Désolé, Amérique: Vos ondes sans fil sont pleins

Et 12:4 But thou, A propos de Daniel, tiens secrètes ces paroles, et scelle le livre, to the time of the end: Plusieurs courront çà et là, et la connaissance sera augmentée.

Le AMÉRICANO. industrie du téléphone mobile est en marche sur les ondes nécessaires pour fournir des voix, services de télétexte et Internet à ses clients.

Le problème, connue sous le nom “resserrement du spectre,” menace d'augmenter le nombre d'appels rompus, ralentir les vitesses de données et d'élever clients’ prix. Il sera également rogner le numéro de la nation des opérateurs de téléphonie mobile et de créer une fracture financière plus profonde entre les entreprises qui ont la capacité et ceux qui n'en ont pas.

Spectre sans fil — l'infrastructure invisible sur lequel toutes les transmissions sans fil peuvent voyager — est une ressource finie. Lors de, exactement, nous allons frapper le mur fait l'objet d'un intense débat, mais presque tout le monde dans l'industrie reconnaît qu'une crise est à venir.

Le AMÉRICANO. a encore un surplus de spectre légère. Mais au rythme actuel de croissance, l'excédent se transforme en déficit dès l'année prochaine, selon les estimations de la Federal Communications Commission.

“Le trafic réseau augmente,” dit un fonctionnaire au bureau sans fil de la FCC. “[Carriers] peut gérer pour les deux prochaines années, mais la demande va inévitablement dépasser le spectre disponible.”

Comment sommes-nous arrivés ici?

Le numéro un plus grand pilote n'est consommateurs’ soif insatiable pour l'e-mail, applications et notamment la vidéo sur leurs appareils mobiles — n'importe où, à tout moment. Trafic de données mobiles mondial est à peu près doubler chaque année, et continuera de le faire à travers au moins 2016, selon Cisco (CSCO, Fortune 500) Visual Networking Index mobile, étude annuelle la plus complète de l'industrie.

L'iPhone, par exemple, utilise 24 fois que la quantité de spectre comme un téléphone cellulaire à l'ancienne, et l'iPad utilise 122 fois plus, according to the Federal FCC. AT&T says wireless data traffic on its network has grown 20,000% since the iPhone debuted in 2007.

Video and mobile are breaking the Internet

We got into this principally because technology and demand exploded at a rate that nobody had anticipated,” says Rory Altman, director of technology consultancy Altman Vilandrie & Co.

Another catalyst is the way the U.S. government allocated spectrum. The bands that wireless companies hold were broken up into small chunks across various markets, which was helpful in increasing competition in the 1990s.

But the patchwork nature has proven problematic for new technologies like high-speed 4G broadband. Bigger swaths of uninterrupted spectrum provide the larger amounts of bandwidth needed for delivering faster speeds.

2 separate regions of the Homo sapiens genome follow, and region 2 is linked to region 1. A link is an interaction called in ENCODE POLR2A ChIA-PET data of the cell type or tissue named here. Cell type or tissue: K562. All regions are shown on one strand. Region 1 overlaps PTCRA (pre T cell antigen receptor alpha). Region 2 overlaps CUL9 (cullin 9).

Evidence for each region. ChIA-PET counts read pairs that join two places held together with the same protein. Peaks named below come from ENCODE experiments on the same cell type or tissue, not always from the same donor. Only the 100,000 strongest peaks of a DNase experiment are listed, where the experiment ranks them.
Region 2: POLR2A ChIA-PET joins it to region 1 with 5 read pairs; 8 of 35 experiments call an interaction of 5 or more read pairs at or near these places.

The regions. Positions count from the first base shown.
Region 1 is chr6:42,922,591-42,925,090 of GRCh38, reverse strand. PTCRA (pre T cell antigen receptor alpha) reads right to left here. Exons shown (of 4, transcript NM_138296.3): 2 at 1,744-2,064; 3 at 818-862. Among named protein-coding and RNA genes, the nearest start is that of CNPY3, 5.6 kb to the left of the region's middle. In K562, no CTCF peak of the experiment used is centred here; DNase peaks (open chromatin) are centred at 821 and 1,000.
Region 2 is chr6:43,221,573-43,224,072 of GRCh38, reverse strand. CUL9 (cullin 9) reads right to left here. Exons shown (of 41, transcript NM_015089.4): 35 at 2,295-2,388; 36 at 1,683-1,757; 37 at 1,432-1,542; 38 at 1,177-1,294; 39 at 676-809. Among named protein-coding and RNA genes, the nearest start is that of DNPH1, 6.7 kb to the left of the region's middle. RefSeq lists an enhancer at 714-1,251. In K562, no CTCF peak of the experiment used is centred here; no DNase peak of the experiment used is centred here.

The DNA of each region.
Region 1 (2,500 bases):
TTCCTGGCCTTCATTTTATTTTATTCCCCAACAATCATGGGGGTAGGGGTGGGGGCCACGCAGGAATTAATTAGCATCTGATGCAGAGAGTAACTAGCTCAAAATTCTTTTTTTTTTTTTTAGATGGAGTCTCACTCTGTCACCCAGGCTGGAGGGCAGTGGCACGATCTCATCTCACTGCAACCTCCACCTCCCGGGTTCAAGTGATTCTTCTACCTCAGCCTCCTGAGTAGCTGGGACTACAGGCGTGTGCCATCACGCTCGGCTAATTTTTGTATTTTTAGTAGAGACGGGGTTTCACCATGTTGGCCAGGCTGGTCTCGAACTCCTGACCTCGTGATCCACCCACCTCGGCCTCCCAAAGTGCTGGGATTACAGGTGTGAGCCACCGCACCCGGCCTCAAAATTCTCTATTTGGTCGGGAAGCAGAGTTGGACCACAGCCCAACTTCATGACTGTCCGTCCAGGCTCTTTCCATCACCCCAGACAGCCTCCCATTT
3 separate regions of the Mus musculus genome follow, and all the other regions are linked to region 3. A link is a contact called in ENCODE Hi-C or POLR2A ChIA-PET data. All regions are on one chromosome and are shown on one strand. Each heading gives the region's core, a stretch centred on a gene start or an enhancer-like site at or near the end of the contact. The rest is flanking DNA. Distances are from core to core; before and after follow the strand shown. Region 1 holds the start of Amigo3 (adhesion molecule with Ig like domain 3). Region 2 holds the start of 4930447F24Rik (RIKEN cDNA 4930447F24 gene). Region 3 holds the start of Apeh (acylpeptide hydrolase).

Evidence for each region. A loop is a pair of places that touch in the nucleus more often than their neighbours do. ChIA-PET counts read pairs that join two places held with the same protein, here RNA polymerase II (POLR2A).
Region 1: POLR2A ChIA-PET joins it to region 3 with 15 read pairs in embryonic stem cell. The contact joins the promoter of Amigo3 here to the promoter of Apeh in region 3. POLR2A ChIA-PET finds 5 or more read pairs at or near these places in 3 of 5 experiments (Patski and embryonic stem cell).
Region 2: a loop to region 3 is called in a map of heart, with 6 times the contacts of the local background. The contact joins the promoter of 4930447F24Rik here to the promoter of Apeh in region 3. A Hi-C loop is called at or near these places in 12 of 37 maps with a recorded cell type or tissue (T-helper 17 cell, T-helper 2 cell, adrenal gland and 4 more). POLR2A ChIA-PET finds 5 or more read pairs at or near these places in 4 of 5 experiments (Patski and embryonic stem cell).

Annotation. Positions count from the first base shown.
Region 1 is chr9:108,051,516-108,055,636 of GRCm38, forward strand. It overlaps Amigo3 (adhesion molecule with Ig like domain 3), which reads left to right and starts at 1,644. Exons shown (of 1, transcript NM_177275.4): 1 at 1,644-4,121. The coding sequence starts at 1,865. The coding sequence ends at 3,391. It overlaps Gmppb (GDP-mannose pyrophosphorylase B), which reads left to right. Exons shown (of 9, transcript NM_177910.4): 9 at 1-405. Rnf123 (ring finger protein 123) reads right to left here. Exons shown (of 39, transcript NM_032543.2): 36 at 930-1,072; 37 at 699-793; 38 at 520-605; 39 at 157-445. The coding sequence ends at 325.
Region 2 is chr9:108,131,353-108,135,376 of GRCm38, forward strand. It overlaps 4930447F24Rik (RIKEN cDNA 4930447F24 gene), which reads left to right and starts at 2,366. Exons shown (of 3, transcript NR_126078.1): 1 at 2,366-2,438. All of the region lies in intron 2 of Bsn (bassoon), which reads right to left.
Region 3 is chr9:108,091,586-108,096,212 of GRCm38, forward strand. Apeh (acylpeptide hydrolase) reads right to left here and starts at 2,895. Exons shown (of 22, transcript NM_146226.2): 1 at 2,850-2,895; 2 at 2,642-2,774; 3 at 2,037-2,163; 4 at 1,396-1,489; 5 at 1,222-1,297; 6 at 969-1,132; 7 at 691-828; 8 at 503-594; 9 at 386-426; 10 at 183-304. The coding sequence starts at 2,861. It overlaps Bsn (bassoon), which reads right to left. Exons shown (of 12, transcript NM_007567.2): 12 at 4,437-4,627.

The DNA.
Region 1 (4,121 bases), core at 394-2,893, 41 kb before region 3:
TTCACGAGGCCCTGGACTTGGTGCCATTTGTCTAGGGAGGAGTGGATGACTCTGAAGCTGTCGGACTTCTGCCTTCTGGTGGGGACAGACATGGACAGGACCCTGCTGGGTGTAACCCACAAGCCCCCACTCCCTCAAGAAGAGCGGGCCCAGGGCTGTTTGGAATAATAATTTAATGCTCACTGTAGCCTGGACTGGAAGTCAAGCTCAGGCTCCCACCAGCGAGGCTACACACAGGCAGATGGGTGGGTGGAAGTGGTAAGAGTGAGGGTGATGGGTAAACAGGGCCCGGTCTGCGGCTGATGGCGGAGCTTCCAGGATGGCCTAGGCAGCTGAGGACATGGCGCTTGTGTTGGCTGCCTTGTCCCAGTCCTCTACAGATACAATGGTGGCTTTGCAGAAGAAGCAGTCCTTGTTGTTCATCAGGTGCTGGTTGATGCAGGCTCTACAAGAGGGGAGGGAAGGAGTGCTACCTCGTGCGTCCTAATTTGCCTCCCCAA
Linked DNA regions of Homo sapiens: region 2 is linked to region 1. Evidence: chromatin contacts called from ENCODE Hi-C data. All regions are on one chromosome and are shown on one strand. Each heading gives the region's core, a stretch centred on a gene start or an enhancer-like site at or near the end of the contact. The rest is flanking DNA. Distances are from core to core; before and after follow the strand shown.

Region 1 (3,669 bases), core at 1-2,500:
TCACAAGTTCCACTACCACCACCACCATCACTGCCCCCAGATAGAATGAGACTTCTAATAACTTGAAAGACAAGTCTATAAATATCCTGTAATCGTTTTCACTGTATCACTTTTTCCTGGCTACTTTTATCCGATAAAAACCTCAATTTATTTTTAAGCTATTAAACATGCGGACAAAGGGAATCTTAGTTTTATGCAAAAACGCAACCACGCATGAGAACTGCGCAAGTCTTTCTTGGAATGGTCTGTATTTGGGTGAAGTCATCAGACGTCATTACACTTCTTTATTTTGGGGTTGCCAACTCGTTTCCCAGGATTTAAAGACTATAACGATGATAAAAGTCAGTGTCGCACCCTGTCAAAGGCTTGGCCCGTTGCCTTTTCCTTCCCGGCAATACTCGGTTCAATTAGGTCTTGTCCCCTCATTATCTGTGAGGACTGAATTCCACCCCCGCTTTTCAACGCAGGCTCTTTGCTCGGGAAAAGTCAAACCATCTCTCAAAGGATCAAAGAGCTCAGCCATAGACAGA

One more contributing factor is that TV broadcasters and government agencies like NASA and the Department of Defense hold some of the best spectrumrelatively low-frequency radio waves that can travel long distances and penetrate buildings.

There are also businesses such as Dish Network (DISH, Fortune 500) that have large spectrum allotments but aren’t currently using them. (Dish is exploring its options for either using or selling its spectrum. A group of cable companies with unused spectrum recently struck a $3.6 billion pact to sell their holdings to Verizon in a deal that’s facing heavy regulatory scrutiny.)

The spectrum crunch is not an inherently American problem, but its effects are magnified here, since the United States has an enormous population of connected users. This country serves more than twice as many customers per megahertz of spectrum as the next nearest spectrum-constrained nations, Japan and Mexico.

When spectrum runs short, service degrades sharply: calls get dropped and data speeds slow down.

That’s a nightmare scenario for the wireless carriers. To stave it off, they’re turning over rocks and searching the couch cushions for excess spectrum.

They have tried to limit customersdata usage by putting caps in place, throttling speeds and raising prices. Carriers such as Verizon (VZ, Fortune 500), AT&T (T, Fortune 500), Sprint (S, Fortune 500), T-Mobile, MetroPCS (PCS) and Leap (LEAP) have been spending billions to make more efficient use of the spectrum they do hold and billions more to get their hands on new spectrum. And they have tried to merge with one another to consolidate resources.

The FCC has also been working to free up more spectrum for wireless operators. Congress reached a tentative deal last week, approving voluntary auctions that would let TV broadcastersspectrum licenses be repurposed for wireless broadband use.

But freeing up more spectrum won’t be enough to solve the problem.

There is no one solution that will address all the needs of the wireless industry,” says Dan Hays, a partner at PricewaterhouseCoopers who specializes in telecom issues.

The good news is that there are ways to buy time. Several innovative approaches are in the works, and there’s a decent amount of spectrum out there that could be turned over to the carrierspossession.

The bad news is that none of the fixes are quick, and all are expensive. For the situation to improve, carriers — et, donc, their customerswill have to pay more.

For a while we won’t notice the quality of service changes, but over time as devices get better and use more data, we’ll start to take notice,” Altman says. “Consumers will notice it, and the burden will fall on the carriers to fix it.

Source: CNN Money – Désolé, Amérique: Vos ondes sans fil sont pleins